The Early Days of a Better Nation

Monday, January 02, 2006

The flight forward

Avedon cites the English version of the Der Spiegel article referred to in the UPI piece cited below. Worth reading in full.

According to The Times today, British diplomatic and military officials have withdrawn earlier claims that infrared-triggered IEDs used by Iraqi insurgents are supplied by Iran. It never seemed very plausible that the technology of the shaped charge was a mystery to Iraqi army officers, not to mention that of the television remote control or the burglar alarm. (That story always had the fingerprint of Brit disinfo, which is that anything smart done by natives is evidence of a hidden hand: Jews and Bolsheviks in the good old days; more recently, and I must say a personal favourite, the tale in the early 70s that the violence in Northern Ireland was in part a People's War organised by Peking through a network of Chinese restaurants.)

In yesterday's Sunday Herald, Iain MacWhirter mentions that Blair sounded so chipper at a pre-Christmas press briefing that hacks were left wondering if he knows something they don't. Given what the man is capable of, that should send a shiver down the spine. I once argued that Blair couldn't talk us into another war, but that was based on the mistaken assumption that he would have to. A sudden attack, no doubt after some casus belli whose real story might come out in 2030 or so, would skip 'stop the war' and fast-forward to 'support our boys', whose genuine peril would keep us glued to the box.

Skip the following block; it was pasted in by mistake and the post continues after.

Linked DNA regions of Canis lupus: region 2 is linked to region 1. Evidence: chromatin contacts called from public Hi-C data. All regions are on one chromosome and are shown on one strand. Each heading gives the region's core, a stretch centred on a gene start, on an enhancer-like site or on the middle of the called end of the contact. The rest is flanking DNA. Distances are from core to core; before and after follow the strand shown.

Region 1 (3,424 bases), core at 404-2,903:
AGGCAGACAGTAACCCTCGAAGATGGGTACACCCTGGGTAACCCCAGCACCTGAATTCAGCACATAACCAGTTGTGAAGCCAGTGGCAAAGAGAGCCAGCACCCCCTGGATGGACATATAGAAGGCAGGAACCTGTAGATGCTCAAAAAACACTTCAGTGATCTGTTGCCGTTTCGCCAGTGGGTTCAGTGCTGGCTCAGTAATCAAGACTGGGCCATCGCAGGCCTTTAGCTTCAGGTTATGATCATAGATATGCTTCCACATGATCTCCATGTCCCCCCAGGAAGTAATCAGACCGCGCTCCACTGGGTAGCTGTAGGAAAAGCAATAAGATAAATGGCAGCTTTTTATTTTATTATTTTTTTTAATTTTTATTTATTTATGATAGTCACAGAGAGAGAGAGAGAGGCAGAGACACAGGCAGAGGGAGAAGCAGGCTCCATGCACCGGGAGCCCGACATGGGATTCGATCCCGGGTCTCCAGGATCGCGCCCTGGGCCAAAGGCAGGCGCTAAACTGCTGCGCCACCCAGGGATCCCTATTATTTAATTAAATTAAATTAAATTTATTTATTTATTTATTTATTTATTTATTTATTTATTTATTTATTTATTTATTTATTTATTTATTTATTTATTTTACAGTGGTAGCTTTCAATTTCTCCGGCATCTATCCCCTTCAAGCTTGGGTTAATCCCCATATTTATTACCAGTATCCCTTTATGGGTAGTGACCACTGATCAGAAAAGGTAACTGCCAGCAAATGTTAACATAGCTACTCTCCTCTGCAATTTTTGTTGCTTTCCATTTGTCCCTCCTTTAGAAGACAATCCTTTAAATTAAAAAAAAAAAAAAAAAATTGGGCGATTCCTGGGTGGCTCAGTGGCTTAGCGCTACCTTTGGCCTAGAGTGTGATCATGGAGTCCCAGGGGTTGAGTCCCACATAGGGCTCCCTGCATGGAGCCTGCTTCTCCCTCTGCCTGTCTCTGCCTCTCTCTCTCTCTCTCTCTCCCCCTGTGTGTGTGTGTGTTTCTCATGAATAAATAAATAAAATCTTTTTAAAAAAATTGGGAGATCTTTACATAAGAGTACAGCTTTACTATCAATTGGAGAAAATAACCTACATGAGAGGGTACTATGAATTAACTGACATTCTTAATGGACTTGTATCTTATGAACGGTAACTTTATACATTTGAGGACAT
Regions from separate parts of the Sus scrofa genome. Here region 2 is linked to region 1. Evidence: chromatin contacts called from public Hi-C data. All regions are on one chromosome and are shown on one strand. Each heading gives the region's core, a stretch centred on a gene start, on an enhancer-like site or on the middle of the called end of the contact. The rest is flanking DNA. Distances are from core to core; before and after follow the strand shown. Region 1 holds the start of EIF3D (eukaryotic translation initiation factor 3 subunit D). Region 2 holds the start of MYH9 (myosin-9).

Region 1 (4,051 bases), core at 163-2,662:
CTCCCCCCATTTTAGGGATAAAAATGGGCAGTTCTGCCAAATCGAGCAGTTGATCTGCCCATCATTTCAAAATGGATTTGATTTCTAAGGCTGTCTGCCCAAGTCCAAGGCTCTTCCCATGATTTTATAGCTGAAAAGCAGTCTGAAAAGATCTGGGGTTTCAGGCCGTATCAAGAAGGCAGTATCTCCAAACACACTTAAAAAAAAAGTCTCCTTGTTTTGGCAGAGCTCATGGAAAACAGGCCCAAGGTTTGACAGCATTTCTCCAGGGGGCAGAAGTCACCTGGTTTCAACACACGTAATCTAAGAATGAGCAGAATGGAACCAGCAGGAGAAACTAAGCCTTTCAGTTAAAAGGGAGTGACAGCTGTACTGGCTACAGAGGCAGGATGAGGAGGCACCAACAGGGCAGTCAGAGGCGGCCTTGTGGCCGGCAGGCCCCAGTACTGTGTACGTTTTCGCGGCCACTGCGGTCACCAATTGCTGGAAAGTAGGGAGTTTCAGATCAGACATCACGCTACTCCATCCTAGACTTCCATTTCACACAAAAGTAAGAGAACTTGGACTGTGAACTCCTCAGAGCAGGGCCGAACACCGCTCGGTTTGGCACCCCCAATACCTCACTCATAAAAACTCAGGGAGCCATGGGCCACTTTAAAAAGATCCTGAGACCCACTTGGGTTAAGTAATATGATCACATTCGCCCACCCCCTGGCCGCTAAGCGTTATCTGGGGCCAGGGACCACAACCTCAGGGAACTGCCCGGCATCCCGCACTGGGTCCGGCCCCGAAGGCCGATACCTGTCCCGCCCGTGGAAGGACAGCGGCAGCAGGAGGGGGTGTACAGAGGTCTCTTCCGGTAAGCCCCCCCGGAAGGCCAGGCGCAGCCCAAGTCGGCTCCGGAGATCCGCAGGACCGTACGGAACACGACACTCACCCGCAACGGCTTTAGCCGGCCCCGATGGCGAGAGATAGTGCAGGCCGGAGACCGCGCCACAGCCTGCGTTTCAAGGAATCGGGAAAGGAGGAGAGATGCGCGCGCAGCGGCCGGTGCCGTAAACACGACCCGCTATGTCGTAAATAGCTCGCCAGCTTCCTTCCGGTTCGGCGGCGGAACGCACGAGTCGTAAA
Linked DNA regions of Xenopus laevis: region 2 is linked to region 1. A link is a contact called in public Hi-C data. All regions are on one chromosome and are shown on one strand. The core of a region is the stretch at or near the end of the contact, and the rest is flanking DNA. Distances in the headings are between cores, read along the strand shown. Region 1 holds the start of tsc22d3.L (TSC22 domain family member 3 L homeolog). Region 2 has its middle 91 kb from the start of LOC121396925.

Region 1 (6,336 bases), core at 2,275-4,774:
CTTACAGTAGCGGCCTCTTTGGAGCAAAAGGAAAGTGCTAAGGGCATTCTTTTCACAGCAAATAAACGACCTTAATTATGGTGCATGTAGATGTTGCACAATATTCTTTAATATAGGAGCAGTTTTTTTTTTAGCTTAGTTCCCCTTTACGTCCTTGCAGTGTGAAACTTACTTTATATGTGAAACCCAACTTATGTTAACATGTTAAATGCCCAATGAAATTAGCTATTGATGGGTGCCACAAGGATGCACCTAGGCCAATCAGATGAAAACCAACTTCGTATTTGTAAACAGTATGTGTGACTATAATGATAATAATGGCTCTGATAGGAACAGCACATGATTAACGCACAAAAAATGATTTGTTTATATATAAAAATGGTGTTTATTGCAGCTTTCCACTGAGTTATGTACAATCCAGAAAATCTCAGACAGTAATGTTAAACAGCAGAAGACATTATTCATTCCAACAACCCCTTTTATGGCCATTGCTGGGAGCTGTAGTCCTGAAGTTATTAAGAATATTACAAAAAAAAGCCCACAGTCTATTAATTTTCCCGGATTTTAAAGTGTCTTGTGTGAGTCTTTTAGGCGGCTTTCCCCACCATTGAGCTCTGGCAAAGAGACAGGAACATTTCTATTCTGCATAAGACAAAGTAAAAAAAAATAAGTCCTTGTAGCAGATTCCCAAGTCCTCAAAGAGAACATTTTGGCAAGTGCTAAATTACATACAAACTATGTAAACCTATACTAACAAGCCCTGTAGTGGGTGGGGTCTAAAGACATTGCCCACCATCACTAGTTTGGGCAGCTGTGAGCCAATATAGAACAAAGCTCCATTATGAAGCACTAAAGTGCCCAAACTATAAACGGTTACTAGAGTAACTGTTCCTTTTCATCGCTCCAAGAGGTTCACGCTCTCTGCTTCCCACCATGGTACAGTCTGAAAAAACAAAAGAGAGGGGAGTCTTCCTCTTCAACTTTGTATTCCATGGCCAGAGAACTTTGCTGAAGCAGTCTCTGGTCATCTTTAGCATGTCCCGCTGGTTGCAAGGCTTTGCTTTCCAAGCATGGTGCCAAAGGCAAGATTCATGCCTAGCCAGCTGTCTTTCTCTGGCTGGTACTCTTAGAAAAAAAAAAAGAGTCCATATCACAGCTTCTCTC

An attack on Iran seems feasible just because it would be destabilising. Neoconservatism, as has often been pointed out, is not conservative but revolutionary. What's stability worth when nothing has really been resolved? A Shia sectarian state, sullen about occupation and aligned with Iran, must seem a disappointing outcome for the global democratic struggle against Islamofascism. It might be possible to spin this as the result of Iranian interference, which has unfortunately given the Sunnis a legitimate grievance that unfairly but understandably also burns against the occupiers. So Blair could blame Iran for Sunni resistance as well as Shia resentment.

Iran has everything Saddam's Iraq didn't: effective armed forces, mass militias, long-range missiles, and a terror network non-state clients happy to help. The aftermath of an attack on Iran would feel like a real war, with bombs and queues and everything. It would do wonders for moral clarity on the home front, for a while.


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